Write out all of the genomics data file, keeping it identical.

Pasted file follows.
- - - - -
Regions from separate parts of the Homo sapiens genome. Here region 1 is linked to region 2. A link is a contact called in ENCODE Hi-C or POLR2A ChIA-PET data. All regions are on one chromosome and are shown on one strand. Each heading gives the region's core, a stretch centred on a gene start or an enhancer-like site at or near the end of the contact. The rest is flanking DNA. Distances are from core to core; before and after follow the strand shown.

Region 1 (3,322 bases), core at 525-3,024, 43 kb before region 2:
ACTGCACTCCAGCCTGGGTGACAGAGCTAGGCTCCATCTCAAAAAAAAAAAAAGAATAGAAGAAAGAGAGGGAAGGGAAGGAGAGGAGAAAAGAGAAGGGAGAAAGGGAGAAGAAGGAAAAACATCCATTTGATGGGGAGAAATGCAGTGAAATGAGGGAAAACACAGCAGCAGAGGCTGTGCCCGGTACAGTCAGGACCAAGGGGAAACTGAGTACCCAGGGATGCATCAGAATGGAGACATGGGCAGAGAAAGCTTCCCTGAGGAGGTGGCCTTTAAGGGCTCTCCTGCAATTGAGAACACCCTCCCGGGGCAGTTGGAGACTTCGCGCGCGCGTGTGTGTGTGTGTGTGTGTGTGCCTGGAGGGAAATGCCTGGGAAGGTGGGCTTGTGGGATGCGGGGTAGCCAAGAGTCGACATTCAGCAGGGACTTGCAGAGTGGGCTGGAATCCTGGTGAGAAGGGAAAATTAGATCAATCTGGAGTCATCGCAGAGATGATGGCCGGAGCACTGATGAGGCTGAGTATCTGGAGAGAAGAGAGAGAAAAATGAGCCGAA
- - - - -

Regions from separate parts of the Homo sapiens genome. Here region 1 is linked to region 2. A link is a contact called in ENCODE Hi-C or POLR2A ChIA-PET data. All regions are on one chromosome and are shown on one strand. Each heading gives the region's core, a stretch centred on a gene start or an enhancer-like site at or near the end of the contact. The rest is flanking DNA. Distances are from core to core; before and after follow the strand shown.

Region 1 (3,322 bases), core at 525-3,024, 43 kb before region 2:
ACTGCACTCCAGCCTGGGTGACAGAGCTAGGCTCCATCTCAAAAAAAAAAAAAGAATAGAAGAAAGAGAGGGAAGGGAAGGAGAGGAGAAAAGAGAAGGGAGAAAGGGAGAAGAAGGAAAAACATCCATTTGATGGGGAGAAATGCAGTGAAATGAGGGAAAACACAGCAGCAGAGGCTGTGCCCGGTACAGTCAGGACCAAGGGGAAACTGAGTACCCAGGGATGCATCAGAATGGAGACATGGGCAGAGAAAGCTTCCCTGAGGAGGTGGCCTTTAAGGGCTCTCCTGCAATTGAGAACACCCTCCCGGGGCAGTTGGAGACTTCGCGCGCGCGTGTGTGTGTGTGTGTGTGTGTGCCTGGAGGGAAATGCCTGGGAAGGTGGGCTTGTGGGATGCGGGGTAGCCAAGAGTCGACATTCAGCAGGGACTTGCAGAGTGGGCTGGAATCCTGGTGAGAAGGGAAAATTAGATCAATCTGGAGTCATCGCAGAGATGATGGCCGGAGCACTGATGAGGCTGAGTATCTGGAGAGAAGAGAGAGAAAAATGAGCCGAA